=head1 ENVIRONMENT

=head2 C<PERL_INDIRECT_PM_DISABLE>

If this environment variable is set to true when the pragma is used for the first time, the XS code won't be loaded and, although the C<'indirect'> lexical hint will be set to true in the scope of use, the pragma itself won't do anything.
In this case, the pragma will always be considered to be thread-safe, and as such L</I_THREADSAFE> will be true.
This is useful for disabling C<indirect> in production environments.

Note that clearing this variable after C<indirect> was loaded has no effect.
If you want to re-enable the pragma later, you also need to reload it by deleting the C<'indirect.pm'> entry from C<%INC>.

=head1 CAVEATS

The implementation was tweaked to work around several limitations of vanilla C<perl> pragmas : it's thread safe, and does not suffer from a C<perl 5.8.x-5.10.0> bug that causes all pragmas to propagate into C<require>d scopes.

Before C<perl> 5.12, C<meth $obj> (no semicolon) at the end of a file is not seen as an indirect method call, although it is as soon as there is another token before the end (as in C<meth $obj;> or C<meth $obj 1>).
If you use C<perl> 5.12 or greater, those constructs are correctly reported.

With 5.8 perls, the pragma does not propagate into C<eval STRING>.
This is due to a shortcoming in the way perl handles the hints hash, which is addressed in perl 5.10.

The search for indirect method calls happens before constant folding.
Hence C<my $x = new Class if 0> will be caught.

=head1 REFERENCES

Numerous articles have been written about the quirks of the indirect object construct :

=over 4

=item *

L<http://markmail.org/message/o7d5sxnydya7bwvv> : B<Far More Than Everything You've Ever Wanted to Know about the Indirect Object syntax>, Tom Christiansen, 1998-01-28.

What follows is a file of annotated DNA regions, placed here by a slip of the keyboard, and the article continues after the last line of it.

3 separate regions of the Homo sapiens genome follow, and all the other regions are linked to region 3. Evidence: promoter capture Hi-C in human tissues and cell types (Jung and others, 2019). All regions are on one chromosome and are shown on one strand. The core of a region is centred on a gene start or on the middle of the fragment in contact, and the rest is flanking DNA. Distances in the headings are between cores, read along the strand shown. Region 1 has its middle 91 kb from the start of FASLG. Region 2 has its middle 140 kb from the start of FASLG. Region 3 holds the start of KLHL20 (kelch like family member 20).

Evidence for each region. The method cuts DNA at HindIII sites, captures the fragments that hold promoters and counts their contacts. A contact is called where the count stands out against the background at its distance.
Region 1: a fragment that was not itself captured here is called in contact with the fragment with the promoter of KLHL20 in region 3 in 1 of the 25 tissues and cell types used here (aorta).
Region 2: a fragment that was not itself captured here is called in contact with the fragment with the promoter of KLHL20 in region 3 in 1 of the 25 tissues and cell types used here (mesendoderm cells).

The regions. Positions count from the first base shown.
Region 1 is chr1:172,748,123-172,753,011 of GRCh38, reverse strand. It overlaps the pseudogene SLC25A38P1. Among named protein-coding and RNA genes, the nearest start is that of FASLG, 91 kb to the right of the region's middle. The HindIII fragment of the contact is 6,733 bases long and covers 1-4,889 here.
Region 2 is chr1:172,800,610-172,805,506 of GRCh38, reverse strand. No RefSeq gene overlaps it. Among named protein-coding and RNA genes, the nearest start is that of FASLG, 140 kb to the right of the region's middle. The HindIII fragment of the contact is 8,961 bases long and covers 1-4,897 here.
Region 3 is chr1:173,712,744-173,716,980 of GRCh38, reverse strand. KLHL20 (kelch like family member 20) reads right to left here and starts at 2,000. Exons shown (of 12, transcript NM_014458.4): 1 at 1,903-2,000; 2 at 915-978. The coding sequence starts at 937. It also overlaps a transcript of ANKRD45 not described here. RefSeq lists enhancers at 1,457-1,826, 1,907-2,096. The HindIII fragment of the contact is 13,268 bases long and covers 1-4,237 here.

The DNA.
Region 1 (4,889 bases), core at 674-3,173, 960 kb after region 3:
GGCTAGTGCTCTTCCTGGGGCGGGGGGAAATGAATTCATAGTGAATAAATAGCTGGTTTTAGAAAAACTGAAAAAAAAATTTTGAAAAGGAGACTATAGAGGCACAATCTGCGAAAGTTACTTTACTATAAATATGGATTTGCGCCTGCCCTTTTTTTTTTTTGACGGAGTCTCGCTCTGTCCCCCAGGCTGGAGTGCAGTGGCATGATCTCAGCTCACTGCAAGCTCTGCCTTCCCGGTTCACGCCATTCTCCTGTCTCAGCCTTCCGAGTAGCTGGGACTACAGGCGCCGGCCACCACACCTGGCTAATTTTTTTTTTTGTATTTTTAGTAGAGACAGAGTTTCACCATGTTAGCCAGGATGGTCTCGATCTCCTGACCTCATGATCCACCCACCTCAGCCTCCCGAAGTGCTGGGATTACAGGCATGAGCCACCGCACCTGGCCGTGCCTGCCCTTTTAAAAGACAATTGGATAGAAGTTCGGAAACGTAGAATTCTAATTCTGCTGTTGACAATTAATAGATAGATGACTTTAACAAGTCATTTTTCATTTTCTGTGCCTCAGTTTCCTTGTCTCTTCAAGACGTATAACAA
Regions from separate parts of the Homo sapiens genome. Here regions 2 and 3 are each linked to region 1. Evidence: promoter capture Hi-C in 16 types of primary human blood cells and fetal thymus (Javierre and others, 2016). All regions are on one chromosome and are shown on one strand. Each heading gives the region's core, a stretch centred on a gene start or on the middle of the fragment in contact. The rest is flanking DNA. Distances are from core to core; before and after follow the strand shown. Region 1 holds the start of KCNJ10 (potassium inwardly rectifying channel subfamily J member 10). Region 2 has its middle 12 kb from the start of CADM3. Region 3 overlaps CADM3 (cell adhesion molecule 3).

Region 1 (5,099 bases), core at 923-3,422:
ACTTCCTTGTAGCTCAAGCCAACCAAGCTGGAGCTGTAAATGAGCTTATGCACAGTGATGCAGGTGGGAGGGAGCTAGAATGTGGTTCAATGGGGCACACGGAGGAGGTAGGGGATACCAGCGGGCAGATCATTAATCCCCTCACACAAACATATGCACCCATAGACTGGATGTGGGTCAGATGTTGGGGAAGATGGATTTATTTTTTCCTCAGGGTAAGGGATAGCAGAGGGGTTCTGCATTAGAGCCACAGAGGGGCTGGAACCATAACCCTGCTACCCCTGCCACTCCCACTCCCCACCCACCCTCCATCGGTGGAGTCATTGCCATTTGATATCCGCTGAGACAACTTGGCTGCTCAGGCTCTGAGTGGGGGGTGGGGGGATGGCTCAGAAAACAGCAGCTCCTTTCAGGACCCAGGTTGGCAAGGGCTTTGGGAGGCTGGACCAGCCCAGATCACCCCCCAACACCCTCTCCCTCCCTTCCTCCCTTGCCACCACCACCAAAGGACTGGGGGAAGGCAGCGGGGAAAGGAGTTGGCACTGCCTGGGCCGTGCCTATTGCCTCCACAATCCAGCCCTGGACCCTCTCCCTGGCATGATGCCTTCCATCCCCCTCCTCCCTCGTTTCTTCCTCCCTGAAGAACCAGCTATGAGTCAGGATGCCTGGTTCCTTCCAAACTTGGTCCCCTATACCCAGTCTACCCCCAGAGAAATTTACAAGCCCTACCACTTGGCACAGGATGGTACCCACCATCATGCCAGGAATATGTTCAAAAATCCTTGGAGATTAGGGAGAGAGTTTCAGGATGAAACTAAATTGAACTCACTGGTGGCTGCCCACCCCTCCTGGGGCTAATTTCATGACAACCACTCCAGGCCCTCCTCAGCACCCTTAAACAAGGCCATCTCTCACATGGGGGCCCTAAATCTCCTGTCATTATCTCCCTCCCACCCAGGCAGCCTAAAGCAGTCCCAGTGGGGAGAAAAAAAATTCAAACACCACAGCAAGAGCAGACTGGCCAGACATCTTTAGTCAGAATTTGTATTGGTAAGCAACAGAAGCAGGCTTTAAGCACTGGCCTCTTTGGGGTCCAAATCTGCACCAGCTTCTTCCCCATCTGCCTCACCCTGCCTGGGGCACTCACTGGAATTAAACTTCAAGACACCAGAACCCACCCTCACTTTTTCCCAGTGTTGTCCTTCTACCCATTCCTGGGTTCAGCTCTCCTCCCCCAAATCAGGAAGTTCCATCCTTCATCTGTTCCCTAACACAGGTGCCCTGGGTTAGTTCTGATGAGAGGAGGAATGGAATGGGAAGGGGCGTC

This historical post to the C<perl5-porters> mailing list raised awareness about the perils of this syntax.

=item *

L<http://www.shadowcat.co.uk/blog/matt-s-trout/indirect-but-still-fatal> : B<Indirect but still fatal>, Matt S. Trout, 2009-07-29.

In this blog post, the author gives an example of an undesirable indirect method call on a block that causes a particularly bewildering error.

=back

=head1 DEPENDENCIES

L<perl> 5.8.1.

A C compiler.
This module may happen to build with a C++ compiler as well, but don't rely on it, as no guarantee is made in this regard.

L<Carp> (standard since perl 5), L<XSLoader> (since perl 5.6.0).

=head1 AUTHOR

Vincent Pit C<< <vpit@cpan.org> >>.

You can contact me by mail or on C<irc.perl.org> (vincent).

=head1 BUGS

Please report any bugs or feature requests to C<bug-indirect at rt.cpan.org>, or through the web interface at L<http://rt.cpan.org/NoAuth/ReportBug.html?Queue=indirect>.
I will be notified, and then you'll automatically be notified of progress on your bug as I make changes.

=head1 SUPPORT

You can find documentation for this module with the perldoc command.

    perldoc indirect

=head1 ACKNOWLEDGEMENTS

Bram, for motivation and advices.

Andrew Main and Florian Ragwitz, for testing on real-life code and reporting issues.

=head1 COPYRIGHT & LICENSE

Copyright 2008,2009,2010,2011,2012,2013,2014,2015,2016,2017,2019 Vincent Pit, all rights reserved.

This program is free software; you can redistribute it and/or modify it under the same terms as Perl itself.

=cut

1; # End of indirect